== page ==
Corporal punishment at 3 linked to behavior changes at age 5, study suggests
MONDAY, April 12 (HealthDay News) --Spanking children when they're 3 seems to lead to more aggressive behavior when they're 5, even if you take into account the child's initial level of aggression.
In other words, the old "I'll-give-you-something-to-cry-about" approach appears to backfire, new research suggests.
"We all know that children need guidance and discipline, but parents should focus on positive, non-physical forms of discipline, such as time-outs, and avoid spanking," said study author Catherine Taylor, an assistant professor of community health sciences at Tulane University's School of Public Health and Tropical Medicine in New Orleans.
Corporal punishment, of which spanking is a relatively minor form, can have larger implications as well, according to experts.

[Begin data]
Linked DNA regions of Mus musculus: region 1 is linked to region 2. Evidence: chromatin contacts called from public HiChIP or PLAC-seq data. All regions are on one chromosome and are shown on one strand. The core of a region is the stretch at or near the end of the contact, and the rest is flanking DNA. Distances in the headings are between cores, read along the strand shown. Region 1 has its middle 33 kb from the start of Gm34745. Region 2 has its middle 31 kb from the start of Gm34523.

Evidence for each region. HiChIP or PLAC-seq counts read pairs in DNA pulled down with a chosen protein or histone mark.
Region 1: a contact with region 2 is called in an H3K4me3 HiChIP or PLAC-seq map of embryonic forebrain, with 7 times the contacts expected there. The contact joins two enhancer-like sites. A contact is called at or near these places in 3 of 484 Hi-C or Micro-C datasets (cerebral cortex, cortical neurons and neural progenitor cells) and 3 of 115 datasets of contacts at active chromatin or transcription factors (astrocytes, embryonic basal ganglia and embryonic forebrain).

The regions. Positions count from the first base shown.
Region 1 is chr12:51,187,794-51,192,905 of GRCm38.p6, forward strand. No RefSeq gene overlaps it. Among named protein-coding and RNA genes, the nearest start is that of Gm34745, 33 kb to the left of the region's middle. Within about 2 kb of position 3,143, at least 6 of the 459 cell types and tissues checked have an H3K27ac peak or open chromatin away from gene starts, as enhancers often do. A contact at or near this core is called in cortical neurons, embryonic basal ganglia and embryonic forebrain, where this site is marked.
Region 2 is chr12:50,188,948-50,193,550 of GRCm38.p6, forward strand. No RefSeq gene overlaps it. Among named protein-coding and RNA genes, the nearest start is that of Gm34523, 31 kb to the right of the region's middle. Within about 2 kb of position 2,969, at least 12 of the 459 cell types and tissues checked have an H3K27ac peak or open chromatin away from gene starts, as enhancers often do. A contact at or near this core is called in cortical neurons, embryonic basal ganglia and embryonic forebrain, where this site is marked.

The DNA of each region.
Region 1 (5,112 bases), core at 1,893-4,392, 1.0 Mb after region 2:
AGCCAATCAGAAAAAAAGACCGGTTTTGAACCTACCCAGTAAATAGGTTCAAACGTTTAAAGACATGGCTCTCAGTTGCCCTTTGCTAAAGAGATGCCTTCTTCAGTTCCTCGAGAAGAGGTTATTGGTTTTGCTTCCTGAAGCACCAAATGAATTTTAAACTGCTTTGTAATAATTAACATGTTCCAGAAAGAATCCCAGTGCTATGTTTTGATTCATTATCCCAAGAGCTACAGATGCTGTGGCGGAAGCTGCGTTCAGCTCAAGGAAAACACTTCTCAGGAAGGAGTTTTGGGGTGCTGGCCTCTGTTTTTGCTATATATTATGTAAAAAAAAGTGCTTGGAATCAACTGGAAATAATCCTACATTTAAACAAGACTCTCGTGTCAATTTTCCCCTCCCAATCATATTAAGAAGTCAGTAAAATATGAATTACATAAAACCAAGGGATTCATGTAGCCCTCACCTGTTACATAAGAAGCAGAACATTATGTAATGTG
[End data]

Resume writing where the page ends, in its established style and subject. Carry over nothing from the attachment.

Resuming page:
"The article emphasizes how critical effective positive parenting is in breaking the cycle of violence and the potential to reduce overall levels of violence in our society," said Dr. Kathryn J. Kotrla, chairwoman of psychiatry and behavioral science at the College of Medicine, Texas A&M Health Science Center Round Rock campus.
Previous studies have also turned up a link between corporal punishment and aggression in children, but none has controlled for as many factors as the new one, published in the May issue of the journal Pediatrics.
Many organizations, including the American Academy of Pediatrics, counsel strongly against corporal punishment. An estimated 35 percent to 90 percent of parents still discipline their children this way.
For the new study, almost 2,500 mothers responded to questions about how often they had spanked their 3-year-old child during the past month. They were also asked about the child's aggression level at age 3, as well as various parental risk factors such as maternal depression, alcohol
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